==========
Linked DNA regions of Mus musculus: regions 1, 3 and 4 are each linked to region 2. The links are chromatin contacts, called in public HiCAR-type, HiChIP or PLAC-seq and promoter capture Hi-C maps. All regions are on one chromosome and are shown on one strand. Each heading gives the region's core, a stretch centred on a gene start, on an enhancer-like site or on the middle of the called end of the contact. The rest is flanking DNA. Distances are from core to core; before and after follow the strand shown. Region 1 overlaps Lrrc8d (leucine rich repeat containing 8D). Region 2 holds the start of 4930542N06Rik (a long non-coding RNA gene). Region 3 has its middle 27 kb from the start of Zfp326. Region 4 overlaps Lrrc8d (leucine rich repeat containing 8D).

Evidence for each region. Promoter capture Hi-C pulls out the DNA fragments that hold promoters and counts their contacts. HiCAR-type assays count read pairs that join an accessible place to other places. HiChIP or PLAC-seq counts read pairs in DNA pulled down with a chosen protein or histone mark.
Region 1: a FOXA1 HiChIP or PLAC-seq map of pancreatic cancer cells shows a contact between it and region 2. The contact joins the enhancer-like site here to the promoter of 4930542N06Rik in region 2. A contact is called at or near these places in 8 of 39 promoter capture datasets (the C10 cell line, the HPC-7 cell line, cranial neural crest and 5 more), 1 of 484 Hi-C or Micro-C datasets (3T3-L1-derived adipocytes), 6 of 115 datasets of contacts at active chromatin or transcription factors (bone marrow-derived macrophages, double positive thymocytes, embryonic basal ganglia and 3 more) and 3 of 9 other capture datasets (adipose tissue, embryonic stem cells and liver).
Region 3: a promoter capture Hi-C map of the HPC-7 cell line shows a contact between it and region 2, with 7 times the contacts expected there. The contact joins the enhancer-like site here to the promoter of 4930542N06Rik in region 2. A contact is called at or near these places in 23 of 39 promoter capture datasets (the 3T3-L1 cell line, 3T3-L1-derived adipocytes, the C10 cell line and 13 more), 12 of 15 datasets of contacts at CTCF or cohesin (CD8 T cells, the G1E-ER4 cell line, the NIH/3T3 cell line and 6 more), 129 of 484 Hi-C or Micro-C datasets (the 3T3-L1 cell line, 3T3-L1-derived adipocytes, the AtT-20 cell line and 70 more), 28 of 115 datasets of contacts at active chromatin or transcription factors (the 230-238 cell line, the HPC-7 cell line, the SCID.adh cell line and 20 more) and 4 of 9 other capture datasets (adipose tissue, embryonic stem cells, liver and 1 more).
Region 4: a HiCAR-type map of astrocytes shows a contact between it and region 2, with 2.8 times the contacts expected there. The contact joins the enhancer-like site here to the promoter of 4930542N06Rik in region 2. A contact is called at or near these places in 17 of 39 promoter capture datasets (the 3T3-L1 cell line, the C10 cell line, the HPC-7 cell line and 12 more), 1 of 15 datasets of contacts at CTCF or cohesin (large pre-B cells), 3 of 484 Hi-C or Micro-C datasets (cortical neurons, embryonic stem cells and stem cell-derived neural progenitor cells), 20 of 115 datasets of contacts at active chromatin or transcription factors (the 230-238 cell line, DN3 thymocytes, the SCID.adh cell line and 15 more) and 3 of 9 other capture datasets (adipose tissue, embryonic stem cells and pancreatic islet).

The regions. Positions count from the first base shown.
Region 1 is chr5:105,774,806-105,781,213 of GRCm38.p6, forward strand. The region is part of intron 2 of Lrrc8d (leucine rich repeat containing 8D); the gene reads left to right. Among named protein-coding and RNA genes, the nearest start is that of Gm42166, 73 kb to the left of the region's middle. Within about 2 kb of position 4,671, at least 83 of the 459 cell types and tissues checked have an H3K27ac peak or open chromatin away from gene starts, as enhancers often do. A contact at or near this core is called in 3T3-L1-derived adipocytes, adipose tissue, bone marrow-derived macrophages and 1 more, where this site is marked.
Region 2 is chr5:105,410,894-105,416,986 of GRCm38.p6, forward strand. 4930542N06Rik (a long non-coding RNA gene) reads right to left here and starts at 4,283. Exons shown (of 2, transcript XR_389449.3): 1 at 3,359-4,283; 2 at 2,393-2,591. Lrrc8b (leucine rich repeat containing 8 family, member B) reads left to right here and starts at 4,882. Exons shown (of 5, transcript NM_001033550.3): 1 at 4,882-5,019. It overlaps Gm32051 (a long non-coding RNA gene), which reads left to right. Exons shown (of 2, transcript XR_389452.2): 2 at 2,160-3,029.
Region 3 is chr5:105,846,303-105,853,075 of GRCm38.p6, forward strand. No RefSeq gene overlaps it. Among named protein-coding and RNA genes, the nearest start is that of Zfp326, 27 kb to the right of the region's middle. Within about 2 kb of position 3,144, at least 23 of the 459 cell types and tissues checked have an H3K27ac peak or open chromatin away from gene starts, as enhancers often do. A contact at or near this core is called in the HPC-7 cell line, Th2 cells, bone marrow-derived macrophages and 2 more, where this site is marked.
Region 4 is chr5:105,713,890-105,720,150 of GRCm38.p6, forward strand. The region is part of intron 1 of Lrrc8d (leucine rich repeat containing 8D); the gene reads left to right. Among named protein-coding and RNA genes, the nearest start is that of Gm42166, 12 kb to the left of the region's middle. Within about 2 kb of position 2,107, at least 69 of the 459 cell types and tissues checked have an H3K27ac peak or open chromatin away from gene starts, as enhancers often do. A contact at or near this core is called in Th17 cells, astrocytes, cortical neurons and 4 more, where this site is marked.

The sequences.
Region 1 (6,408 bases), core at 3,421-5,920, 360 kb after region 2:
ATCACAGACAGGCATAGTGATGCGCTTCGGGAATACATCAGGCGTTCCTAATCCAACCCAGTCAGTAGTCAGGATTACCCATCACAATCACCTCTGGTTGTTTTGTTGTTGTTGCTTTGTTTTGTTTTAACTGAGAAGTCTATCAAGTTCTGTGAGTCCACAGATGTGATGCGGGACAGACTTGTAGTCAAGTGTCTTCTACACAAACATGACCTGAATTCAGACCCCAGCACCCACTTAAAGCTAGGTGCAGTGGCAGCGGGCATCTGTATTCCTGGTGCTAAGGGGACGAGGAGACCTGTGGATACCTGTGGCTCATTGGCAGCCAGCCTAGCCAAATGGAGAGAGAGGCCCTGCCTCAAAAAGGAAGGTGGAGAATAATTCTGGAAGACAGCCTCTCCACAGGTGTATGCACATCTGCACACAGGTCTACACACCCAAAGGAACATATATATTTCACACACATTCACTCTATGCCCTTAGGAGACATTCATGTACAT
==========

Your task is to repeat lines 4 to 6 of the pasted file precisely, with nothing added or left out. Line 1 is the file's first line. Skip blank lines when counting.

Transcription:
Region 3: a promoter capture Hi-C map of the HPC-7 cell line shows a contact between it and region 2, with 7 times the contacts expected there. The contact joins the enhancer-like site here to the promoter of 4930542N06Rik in region 2. A contact is called at or near these places in 23 of 39 promoter capture datasets (the 3T3-L1 cell line, 3T3-L1-derived adipocytes, the C10 cell line and 13 more), 12 of 15 datasets of contacts at CTCF or cohesin (CD8 T cells, the G1E-ER4 cell line, the NIH/3T3 cell line and 6 more), 129 of 484 Hi-C or Micro-C datasets (the 3T3-L1 cell line, 3T3-L1-derived adipocytes, the AtT-20 cell line and 70 more), 28 of 115 datasets of contacts at active chromatin or transcription factors (the 230-238 cell line, the HPC-7 cell line, the SCID.adh cell line and 20 more) and 4 of 9 other capture datasets (adipose tissue, embryonic stem cells, liver and 1 more).
Region 4: a HiCAR-type map of astrocytes shows a contact between it and region 2, with 2.8 times the contacts expected there. The contact joins the enhancer-like site here to the promoter of 4930542N06Rik in region 2. A contact is called at or near these places in 17 of 39 promoter capture datasets (the 3T3-L1 cell line, the C10 cell line, the HPC-7 cell line and 12 more), 1 of 15 datasets of contacts at CTCF or cohesin (large pre-B cells), 3 of 484 Hi-C or Micro-C datasets (cortical neurons, embryonic stem cells and stem cell-derived neural progenitor cells), 20 of 115 datasets of contacts at active chromatin or transcription factors (the 230-238 cell line, DN3 thymocytes, the SCID.adh cell line and 15 more) and 3 of 9 other capture datasets (adipose tissue, embryonic stem cells and pancreatic islet).

The regions. Positions count from the first base shown.